Why Government Debt Blows Up

Here is a link from the Daily Reckoning of Australia, showing why government debt blows up. It has a liberal dose of Bastiat (pun intended), and it draws some interesting parallels between Japan and the United States.

I suggest that you read the whole thing. (It’s not that long, you whiners!) But here’s an interesting excerpt to pique your interest:

What really happens is this: the private sector gets too deeply in debt (thanks largely to the Fed’s artificially low rates and EZ money policies). Then, it panics. It cuts spending. Lenders – who over-extended credit – should go broke.

Instead, the feds bail them out, shifting the public’s real resources to failed businesses and incompetent managers. The bad debt is transferred to the public. Then, the private sector… attempting to build up savings and improve its financial health… puts its money in the safest possible place – government bonds! Still more debt, in other words.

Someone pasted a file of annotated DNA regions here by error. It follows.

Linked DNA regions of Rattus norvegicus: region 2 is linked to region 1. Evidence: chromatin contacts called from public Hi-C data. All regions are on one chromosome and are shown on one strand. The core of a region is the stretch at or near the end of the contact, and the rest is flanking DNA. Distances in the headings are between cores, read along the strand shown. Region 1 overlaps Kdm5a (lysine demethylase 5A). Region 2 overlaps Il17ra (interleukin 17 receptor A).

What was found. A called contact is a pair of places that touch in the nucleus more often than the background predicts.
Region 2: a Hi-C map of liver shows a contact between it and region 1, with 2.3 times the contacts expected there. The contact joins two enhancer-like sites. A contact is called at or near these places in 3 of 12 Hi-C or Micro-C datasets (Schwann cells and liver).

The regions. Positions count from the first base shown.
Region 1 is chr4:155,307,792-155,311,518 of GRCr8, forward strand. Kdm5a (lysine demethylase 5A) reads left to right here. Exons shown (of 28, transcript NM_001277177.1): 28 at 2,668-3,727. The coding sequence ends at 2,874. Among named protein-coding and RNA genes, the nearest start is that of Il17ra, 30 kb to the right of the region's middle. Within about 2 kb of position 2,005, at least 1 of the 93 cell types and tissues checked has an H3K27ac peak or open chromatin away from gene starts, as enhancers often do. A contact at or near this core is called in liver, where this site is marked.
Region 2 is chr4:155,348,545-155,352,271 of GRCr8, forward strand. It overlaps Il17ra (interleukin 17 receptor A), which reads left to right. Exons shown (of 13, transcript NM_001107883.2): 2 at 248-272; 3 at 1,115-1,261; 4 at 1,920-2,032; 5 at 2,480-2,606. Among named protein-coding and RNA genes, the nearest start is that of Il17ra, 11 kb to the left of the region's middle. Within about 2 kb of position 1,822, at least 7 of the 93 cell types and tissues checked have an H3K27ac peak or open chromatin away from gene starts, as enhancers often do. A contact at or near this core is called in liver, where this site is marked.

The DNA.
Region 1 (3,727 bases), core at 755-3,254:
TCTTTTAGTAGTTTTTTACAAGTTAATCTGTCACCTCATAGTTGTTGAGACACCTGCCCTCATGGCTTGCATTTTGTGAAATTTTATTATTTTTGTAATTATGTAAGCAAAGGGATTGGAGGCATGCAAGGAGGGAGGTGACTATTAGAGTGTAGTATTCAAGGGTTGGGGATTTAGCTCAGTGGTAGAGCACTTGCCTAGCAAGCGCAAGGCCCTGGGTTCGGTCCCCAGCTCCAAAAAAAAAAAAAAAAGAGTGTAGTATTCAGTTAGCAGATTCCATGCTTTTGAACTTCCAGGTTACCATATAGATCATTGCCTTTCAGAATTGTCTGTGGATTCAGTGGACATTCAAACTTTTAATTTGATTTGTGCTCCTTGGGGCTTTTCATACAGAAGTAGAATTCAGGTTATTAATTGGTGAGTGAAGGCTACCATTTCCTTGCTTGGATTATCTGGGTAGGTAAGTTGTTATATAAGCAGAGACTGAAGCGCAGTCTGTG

The government takes the money and gives it to its favourite sectors… its clients… its pets… its campaign contributors and vote-getters. The public would be appalled if it realised how its savings were being thrown around. But it wants safety above all. And it believes the feds will be good for the money; they always have been. After all, if you can’t trust the government, who can you trust?

Who can you trust indeed? I’m not in the business of giving investment advice, but I’d suggest tangible assets. Check out the article to see what the stock market has done relative to tangible assets over the last 15 years or so. It will either shock you or depress you, or possibly both.

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